Most intimidating threats

29 Apr

“China’s activity in the South China Sea is a threat not only to Japan but to the international community.We recognize its calls for the preservation of maritime freedom that is based on the law are of great importance, and the Defense Ministry will continue to cooperate closely with the international community in dealing with this problem,” Defense Minister Itsunori Onodera said on Tuesday, as quoted by Japan Times.The Japan Times notes this is the first Japanese defense report that emphasizes the benefits of hosting American military bases for both Japan and America, with an eye towards both the Chinese and North Korean threats.These comments were taken as a rebuke to President Donald Trump’s criticism of Japan for not shouldering enough of its defense burden.And this is for the simple reason that understanding the female perspective helps you do much better with women, whatever your goal—whether it’s a one-night stand, a friend with benefits, a girlfriend or a wife.It will help you avoid and resolve arguments, saving you hours of grief.In case you didn't know, the two only went public at the Creative Arts Emmys in September.The CNN political analyst has gone to the cops with the scary messages sent to her through social media, email, and more.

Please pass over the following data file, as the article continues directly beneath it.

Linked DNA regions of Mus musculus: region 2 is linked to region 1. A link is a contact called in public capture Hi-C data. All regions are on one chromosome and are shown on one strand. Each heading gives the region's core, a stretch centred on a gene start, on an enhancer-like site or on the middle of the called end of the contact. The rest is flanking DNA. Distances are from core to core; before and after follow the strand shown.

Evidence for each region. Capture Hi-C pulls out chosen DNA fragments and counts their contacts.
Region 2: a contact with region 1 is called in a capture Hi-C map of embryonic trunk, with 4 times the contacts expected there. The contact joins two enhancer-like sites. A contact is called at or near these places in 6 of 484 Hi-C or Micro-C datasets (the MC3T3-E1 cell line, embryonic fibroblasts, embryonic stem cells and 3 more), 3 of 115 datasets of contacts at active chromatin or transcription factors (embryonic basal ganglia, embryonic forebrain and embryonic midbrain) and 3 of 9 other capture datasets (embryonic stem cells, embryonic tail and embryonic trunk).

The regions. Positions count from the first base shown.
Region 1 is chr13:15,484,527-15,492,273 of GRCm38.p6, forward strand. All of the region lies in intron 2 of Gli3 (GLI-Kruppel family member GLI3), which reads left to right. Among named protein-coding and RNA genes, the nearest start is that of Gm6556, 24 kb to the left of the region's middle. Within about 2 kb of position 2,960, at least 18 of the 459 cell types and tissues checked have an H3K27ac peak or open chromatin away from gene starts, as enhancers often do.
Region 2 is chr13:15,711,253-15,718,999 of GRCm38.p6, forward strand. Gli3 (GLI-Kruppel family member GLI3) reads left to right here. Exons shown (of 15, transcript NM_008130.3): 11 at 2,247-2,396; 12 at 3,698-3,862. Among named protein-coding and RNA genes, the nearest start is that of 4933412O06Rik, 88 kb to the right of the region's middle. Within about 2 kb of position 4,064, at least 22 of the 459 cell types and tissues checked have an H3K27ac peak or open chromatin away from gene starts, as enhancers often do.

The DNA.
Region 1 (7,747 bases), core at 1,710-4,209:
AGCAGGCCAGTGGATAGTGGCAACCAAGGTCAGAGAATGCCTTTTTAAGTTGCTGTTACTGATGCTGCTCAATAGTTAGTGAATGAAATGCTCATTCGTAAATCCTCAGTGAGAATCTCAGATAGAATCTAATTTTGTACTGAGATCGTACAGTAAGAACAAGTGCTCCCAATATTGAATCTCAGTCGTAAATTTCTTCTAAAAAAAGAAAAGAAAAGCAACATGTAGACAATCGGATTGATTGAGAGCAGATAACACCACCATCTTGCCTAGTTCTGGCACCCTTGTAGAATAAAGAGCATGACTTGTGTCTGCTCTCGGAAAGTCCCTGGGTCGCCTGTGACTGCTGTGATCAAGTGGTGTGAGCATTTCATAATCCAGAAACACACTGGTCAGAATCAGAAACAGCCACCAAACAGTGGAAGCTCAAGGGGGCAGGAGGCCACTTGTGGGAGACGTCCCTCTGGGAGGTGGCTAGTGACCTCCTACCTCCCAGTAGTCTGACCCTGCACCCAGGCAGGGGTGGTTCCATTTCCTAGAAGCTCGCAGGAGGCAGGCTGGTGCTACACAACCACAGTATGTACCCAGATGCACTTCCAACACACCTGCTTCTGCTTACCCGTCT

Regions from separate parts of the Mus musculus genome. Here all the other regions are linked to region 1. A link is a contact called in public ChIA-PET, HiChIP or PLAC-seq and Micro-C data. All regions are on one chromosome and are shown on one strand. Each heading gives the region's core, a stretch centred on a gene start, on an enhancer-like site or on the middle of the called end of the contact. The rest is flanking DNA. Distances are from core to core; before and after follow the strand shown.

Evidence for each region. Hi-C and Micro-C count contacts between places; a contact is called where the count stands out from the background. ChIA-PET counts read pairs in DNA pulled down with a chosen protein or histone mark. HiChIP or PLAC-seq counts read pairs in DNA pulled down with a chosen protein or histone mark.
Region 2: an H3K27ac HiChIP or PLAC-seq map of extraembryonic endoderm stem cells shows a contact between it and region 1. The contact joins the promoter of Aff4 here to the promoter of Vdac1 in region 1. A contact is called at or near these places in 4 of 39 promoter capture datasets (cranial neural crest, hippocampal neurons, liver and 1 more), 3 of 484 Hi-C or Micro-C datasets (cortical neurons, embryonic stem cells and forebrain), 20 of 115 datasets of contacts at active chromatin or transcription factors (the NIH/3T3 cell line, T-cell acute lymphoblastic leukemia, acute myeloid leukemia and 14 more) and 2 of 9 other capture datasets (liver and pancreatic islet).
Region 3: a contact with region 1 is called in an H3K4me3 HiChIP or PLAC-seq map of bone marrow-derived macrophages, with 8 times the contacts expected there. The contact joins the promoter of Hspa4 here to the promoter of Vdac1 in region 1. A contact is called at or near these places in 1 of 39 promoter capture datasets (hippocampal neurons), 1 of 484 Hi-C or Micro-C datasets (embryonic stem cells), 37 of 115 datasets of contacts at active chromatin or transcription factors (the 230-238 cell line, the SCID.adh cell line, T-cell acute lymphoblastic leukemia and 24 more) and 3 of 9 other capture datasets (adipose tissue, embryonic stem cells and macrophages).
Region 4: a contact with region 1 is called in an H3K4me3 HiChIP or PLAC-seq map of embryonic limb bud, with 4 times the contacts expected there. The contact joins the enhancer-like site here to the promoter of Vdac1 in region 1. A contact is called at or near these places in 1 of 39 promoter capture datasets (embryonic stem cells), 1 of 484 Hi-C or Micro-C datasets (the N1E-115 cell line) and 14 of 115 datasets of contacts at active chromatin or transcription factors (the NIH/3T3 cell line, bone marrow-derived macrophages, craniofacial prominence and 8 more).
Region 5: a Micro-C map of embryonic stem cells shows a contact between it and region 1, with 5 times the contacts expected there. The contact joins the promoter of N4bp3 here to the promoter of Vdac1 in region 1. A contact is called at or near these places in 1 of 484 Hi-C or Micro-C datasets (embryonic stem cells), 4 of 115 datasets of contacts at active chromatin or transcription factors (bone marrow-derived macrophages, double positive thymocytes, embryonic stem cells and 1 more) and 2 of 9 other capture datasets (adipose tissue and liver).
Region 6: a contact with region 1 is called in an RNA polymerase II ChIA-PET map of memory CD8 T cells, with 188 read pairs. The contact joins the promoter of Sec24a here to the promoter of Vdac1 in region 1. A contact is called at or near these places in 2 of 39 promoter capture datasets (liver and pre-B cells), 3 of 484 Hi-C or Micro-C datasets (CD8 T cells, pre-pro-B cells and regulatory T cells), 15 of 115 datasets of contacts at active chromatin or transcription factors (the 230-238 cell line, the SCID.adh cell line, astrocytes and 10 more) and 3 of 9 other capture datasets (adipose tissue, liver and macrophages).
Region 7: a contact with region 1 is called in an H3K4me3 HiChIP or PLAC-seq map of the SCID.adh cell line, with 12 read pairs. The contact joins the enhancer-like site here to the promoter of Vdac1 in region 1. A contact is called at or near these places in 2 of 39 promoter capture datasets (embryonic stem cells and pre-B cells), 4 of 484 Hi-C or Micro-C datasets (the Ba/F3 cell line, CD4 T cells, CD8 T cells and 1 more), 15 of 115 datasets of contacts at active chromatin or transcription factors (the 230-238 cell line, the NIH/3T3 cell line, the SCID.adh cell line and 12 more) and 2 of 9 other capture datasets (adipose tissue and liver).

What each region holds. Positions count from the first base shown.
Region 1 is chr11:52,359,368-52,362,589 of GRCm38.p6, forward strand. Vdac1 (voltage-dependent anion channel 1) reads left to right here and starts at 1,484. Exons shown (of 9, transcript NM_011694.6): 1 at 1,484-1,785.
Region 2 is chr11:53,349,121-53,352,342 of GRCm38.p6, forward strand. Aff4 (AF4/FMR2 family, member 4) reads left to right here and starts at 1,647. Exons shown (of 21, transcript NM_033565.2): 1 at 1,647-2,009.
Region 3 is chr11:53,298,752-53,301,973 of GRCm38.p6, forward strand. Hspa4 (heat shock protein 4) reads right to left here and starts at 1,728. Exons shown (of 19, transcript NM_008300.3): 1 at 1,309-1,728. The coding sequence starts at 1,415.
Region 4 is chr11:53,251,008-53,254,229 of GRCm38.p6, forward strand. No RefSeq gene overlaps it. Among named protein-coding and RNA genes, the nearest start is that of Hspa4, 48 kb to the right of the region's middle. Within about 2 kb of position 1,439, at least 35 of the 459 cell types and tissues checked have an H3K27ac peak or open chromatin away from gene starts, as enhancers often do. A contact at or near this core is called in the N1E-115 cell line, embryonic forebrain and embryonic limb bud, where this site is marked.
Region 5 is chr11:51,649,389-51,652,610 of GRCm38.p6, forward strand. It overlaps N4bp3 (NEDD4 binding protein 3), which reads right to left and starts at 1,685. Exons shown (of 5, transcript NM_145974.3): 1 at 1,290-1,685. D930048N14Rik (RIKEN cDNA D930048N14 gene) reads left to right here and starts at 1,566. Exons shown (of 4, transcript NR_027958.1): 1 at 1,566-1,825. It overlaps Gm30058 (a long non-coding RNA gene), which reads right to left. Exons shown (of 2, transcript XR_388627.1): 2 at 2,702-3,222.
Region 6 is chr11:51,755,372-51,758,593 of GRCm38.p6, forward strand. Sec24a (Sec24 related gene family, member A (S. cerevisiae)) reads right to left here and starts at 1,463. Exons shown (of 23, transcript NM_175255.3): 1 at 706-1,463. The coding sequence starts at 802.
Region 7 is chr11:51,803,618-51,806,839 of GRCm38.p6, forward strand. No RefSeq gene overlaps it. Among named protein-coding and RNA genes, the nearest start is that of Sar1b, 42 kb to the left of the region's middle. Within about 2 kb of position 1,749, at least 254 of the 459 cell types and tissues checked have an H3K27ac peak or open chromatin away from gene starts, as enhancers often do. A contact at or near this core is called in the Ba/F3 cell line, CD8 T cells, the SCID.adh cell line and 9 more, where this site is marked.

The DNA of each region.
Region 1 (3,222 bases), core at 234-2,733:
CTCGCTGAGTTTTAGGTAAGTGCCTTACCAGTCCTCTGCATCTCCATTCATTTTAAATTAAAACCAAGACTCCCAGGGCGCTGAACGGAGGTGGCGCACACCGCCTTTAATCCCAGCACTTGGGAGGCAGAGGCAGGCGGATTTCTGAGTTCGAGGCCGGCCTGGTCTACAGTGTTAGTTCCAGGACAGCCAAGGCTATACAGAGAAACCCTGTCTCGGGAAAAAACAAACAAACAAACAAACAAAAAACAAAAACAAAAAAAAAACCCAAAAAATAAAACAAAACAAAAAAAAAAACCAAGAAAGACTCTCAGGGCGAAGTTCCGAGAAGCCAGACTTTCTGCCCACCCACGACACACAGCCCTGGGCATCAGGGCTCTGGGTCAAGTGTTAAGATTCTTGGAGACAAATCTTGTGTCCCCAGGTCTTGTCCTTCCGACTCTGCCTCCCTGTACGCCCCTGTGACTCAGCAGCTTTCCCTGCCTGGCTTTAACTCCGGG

Common's girlfriend Angela Rye has been receiving crazy death threats, and she thinks it's because of her relationship!

We’ll also focus on women’s vulnerabilities, concerns and anxieties that you might not have considered before, because these are the aspects of the female experience that have long stood between men and a greater understanding of—and success with—women.

Go to a sports bar in any major city or college town on game day, and invariably you will run into a crew of gorgeous young women in skin-tight, cutoff referee outfits or school jerseys walking around, selling shot specials or beer buckets.

Everyone seems to agree that China used the drill to send a message, but analysts differ on who the message was intended for.

Malcolm Davis of the Australian Strategic Policy Institute hopefully told the South China Morning Post that China “could be sending a message to the North Koreans that they will be effective in any conflict if war is to break out.” On the other hand, Collin Koh of Singapore’s Nanyang Technological University is quoted in the same piece saying “various players on the Korean peninsula” were meant to take note of China’s naval power, not just North Korea.